Gerry hated to do it, but he sat himself down on the step beside Addison. One thing he did know, he wasn’t going to put his arm around the man’s shoulders. Gerry was a good fellow, but even he had his limits. He took one last drag of his cigarette. He didn’t want to just grind out the butt on the stairs, even though all the other tenants did so with abandon, leaving more work for poor Mrs. Morgenstern and her broom, so he stubbed out the cigarette on the riser of the step, and dropped the butt into his coat pocket.

“Do you know what I did yesterday?” said Addison suddenly.

Why did boring people always ask these unanswerable questions instead of just saying whatever they had to say? But Gerry was a kind man at heart, and so he said, “No, Addison, what did you do?”

“I walked out to the middle of the Brooklyn Bridge, fully intending to throw myself off of it.”

“So,” said Gerry, after a pause during which he could think of absolutely nothing else better to say.

“Yes, so,” said Addison. “So what?”

“So,” said Addison, “I gather you didn’t throw yourself off.”

Addison turned to face Gerry, and Gerry noticed that Addison’s eyes, always bloodshot, were now almost entirely red around the pallid blue of their pupils.

“An angel appeared to me, Gerry. He told me to appreciate the little things of life. And then I fell, or jumped, I’m not sure. But instead of crashing into the river I flew away, all the way up the river and out over Long Island Sound, and then I flew back.”

“To the bridge?”

“Yes, to the exact same spot on the bridge.”

There wasn’t much Gerry could say to this, or, rather, there were many things he might have said, but he said nothing. He didn’t know what else to do, so he took out his sack of tobacco and his papers and began rolling a cigarette.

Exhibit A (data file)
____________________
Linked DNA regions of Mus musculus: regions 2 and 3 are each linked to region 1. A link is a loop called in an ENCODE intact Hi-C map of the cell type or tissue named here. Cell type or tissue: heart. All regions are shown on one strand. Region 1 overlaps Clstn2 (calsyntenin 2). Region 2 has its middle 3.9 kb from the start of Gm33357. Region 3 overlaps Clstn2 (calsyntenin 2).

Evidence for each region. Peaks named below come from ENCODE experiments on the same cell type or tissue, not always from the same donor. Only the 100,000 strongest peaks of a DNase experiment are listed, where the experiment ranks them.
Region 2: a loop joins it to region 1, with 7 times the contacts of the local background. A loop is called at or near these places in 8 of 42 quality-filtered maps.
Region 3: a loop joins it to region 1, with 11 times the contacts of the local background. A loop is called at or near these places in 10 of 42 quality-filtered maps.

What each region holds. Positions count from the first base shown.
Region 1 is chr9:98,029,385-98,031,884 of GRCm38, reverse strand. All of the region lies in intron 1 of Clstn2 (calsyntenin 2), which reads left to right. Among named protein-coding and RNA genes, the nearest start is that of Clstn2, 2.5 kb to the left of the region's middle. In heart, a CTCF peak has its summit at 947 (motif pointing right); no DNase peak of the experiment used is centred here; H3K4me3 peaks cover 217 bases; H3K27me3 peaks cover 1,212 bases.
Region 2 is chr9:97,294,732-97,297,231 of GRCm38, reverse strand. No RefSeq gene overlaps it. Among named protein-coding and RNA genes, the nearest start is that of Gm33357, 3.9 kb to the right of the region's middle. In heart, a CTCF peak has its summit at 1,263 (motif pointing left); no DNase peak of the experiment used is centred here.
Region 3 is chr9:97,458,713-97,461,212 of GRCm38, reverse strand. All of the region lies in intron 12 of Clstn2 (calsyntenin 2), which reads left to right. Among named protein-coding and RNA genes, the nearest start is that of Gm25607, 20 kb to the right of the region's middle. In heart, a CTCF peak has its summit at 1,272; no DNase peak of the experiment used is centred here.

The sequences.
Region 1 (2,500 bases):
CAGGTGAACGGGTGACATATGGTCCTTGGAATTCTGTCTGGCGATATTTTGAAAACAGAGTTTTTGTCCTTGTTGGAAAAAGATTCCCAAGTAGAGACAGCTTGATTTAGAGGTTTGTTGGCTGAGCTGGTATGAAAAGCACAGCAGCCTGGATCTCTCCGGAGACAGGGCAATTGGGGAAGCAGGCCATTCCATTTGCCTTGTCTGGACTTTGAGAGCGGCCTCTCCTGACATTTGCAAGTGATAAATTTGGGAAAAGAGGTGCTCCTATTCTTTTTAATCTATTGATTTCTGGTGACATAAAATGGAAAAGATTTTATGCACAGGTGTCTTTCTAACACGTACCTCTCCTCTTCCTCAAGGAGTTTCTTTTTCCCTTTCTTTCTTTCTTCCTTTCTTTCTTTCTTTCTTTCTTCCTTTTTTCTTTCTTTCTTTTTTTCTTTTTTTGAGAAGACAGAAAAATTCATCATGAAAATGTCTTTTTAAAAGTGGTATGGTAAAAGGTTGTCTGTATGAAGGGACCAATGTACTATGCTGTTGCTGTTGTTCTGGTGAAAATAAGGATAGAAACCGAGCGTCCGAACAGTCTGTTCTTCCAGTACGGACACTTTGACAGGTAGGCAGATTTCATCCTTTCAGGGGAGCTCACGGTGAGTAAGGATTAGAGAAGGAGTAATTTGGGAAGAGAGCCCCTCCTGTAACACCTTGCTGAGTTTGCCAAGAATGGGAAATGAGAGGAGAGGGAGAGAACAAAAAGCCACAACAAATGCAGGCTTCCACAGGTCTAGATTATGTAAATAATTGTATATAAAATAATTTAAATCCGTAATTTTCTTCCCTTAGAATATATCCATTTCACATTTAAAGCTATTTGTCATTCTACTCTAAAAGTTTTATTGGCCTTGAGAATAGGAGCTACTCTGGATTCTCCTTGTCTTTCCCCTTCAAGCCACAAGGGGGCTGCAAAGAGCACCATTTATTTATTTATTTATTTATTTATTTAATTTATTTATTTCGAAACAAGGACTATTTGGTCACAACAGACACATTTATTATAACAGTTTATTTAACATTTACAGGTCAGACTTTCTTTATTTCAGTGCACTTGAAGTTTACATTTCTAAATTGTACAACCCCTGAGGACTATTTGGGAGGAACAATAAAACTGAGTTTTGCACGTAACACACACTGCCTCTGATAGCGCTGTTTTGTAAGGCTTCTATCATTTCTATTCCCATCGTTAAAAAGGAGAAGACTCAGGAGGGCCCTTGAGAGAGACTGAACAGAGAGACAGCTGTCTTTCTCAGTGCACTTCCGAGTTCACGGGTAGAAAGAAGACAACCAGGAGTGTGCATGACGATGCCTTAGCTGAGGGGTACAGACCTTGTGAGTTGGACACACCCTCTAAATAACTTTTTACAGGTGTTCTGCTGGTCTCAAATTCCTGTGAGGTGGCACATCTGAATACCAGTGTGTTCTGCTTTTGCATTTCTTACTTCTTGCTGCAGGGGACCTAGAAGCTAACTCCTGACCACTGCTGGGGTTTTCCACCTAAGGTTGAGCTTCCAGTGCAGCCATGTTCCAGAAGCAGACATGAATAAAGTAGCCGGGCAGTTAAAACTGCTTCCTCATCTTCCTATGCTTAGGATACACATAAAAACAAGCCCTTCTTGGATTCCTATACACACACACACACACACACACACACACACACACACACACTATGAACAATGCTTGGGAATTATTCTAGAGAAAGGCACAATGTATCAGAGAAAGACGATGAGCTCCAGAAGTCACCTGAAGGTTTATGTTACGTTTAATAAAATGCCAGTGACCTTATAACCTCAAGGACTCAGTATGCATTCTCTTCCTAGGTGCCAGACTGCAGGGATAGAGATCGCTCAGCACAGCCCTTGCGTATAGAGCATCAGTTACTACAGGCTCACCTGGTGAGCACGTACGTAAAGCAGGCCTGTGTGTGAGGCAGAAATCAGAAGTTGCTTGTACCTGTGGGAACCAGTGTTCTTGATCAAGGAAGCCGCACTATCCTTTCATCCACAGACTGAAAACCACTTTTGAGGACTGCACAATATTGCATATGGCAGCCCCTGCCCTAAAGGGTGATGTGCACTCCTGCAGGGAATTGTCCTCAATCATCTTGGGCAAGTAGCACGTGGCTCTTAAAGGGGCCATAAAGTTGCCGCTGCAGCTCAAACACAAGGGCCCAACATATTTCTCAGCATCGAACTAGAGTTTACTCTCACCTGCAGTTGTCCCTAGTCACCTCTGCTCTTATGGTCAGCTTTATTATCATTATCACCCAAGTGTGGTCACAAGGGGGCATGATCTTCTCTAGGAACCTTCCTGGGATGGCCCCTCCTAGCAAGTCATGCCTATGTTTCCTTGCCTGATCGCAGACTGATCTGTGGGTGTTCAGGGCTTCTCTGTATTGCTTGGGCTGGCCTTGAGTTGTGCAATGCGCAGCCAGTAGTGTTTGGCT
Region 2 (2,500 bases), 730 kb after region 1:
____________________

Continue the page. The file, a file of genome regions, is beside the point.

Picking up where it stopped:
After a minute Addison spoke again.

“I walked back off the bridge, and I walked around all the rest of the day, and all the night. I walked down to the Battery, and then I walked all the way up to I think Washington Heights it was and back again and I don’t know where. Finally it began to snow, and so I came back here. I’m so tired, Brain. I’ve never been so tired.”

“Why don’t you let me help you up to your digs, old man? A good sleep and you’ll be right as rain.”

“I can’t go to my digs.”

“Why not?”

“Because the walls will close in on me.”

“No they won’t, old boy. You’ll get in bed and be sound asleep before you know it.”

“I couldn’t even kill myself properly.”

“Why would you want to?”

“Do you really want to hear all the reasons? Even that angel who appeared to me told me that I would never amount to anything.”

“Addison, buddy, there was no angel.”

“Yes there was!”

“Well, even if there was, what does he know? Who says angels know everything?”

“They’re angels, damn it!”

“Only God knows everything,” said Gerry, even though he had no idea if this were true, or even if there was a God.

Suddenly Addison began to breathe very heavily, and Gerry was afraid he was going to get hysterical.

Gerry had just finished rolling his cigarette, and so he held it out to Addison.

“Here, Addison,” he said. “Addison. Here.”


“Have a cigarette.”

Addison took the cigarette. Gerry brought out his matches and gave him a light.

“There ya go,” he said. He blew out the match and put it in his coat pocket. “The little things. Like your angel said.”

Addison sat there hunched over, the smoking cigarette between his lips, and Gerry rolled himself another one. By the time he had the cigarette rolled and lighted, he noticed that Addison’s chin was on his chest, and his eyes were closed, but the cigarette still dangled from his lips. Gerry removed the cigarette, stubbed it out on the riser, dropped the butt into his coat pocket. Addison’s tiny apartment was on the fourth floor, and although Gerry was not a physically strong man, he figured he would probably be able to drag Addison up to his apartment and get him into his bed. A good long sleep wouldn’t be the answer to all the man’s problems, but it wouldn’t hurt, that was for sure.

{Kindly go here to read the “adult comix” version in A Flophouse Is Not a Home, profusely illustrated by the illustrious rhoda penmarq…}